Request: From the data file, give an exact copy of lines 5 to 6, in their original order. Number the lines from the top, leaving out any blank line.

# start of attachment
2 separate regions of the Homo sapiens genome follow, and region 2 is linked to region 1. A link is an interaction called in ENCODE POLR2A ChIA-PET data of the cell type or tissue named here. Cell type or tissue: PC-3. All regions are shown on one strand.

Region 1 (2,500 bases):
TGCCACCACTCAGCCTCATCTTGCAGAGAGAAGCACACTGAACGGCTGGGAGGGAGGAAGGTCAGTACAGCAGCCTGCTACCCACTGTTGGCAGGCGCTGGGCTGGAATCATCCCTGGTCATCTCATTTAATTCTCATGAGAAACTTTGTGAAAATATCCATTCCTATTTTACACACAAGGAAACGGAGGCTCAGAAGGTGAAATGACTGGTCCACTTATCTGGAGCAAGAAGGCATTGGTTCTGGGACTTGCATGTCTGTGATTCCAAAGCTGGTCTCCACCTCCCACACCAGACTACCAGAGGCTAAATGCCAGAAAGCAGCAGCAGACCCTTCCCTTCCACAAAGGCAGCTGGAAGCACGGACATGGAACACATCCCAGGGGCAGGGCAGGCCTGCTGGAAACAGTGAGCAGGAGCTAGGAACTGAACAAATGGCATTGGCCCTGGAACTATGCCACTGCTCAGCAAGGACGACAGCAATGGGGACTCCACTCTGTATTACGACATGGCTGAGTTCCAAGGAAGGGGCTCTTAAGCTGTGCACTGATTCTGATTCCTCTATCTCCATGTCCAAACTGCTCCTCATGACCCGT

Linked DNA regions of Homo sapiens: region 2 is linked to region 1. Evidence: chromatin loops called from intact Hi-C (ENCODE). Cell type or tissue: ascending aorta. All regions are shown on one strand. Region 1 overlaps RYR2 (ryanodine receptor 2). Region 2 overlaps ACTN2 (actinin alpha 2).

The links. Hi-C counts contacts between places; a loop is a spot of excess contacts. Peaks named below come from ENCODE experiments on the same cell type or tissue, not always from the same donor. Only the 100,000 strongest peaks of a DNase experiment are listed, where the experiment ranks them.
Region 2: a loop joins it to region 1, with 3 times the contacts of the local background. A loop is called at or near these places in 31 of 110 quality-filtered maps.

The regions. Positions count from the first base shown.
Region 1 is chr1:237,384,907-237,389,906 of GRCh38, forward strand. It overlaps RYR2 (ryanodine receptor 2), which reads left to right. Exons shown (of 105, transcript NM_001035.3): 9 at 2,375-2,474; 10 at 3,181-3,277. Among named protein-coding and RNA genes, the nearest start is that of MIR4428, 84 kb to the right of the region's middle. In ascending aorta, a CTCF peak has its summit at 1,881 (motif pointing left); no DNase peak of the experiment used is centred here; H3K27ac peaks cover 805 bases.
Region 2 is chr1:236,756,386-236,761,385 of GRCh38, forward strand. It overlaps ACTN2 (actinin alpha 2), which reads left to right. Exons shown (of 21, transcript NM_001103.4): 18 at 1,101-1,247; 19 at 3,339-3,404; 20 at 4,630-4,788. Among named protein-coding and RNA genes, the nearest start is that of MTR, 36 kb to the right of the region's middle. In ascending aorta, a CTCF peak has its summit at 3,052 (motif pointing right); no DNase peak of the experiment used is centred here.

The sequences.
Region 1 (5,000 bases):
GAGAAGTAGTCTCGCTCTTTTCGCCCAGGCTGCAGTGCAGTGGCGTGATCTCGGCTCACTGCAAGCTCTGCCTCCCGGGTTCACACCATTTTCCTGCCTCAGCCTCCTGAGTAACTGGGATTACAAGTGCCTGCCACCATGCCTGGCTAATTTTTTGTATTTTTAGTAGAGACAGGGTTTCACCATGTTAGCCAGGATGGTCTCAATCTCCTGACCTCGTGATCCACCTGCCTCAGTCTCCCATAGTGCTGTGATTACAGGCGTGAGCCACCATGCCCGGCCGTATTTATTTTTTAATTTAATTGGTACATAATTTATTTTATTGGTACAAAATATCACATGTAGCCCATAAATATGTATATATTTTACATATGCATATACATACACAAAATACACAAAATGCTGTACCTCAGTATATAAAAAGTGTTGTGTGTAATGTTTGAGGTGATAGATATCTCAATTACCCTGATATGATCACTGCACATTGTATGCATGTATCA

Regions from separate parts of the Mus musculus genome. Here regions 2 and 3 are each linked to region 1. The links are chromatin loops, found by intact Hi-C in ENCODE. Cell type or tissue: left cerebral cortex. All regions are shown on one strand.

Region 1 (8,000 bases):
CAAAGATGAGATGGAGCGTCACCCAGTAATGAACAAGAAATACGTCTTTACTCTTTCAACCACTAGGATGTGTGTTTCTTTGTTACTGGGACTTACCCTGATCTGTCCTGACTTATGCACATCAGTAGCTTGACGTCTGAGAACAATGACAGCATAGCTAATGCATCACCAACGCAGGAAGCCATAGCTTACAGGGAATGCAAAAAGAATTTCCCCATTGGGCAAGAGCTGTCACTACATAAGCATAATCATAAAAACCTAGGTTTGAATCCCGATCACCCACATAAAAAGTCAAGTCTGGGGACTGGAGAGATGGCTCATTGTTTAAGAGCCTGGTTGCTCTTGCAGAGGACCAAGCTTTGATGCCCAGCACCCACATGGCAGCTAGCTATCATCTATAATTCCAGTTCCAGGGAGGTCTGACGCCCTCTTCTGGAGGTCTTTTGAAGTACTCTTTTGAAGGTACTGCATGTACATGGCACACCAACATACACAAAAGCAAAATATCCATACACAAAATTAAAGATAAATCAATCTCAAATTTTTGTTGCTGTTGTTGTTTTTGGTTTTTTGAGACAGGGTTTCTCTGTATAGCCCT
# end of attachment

The links. Hi-C counts contacts between places; a loop is a spot of excess contacts. Peaks named below come from ENCODE experiments on the same cell type or tissue, not always from the same donor. Only the 100,000 strongest peaks of a DNase experiment are listed, where the experiment ranks them.
Region 2: a loop joins it to region 1, with 3 times the contacts of the local background. A loop is called at or near these places in 31 of 110 quality-filtered maps.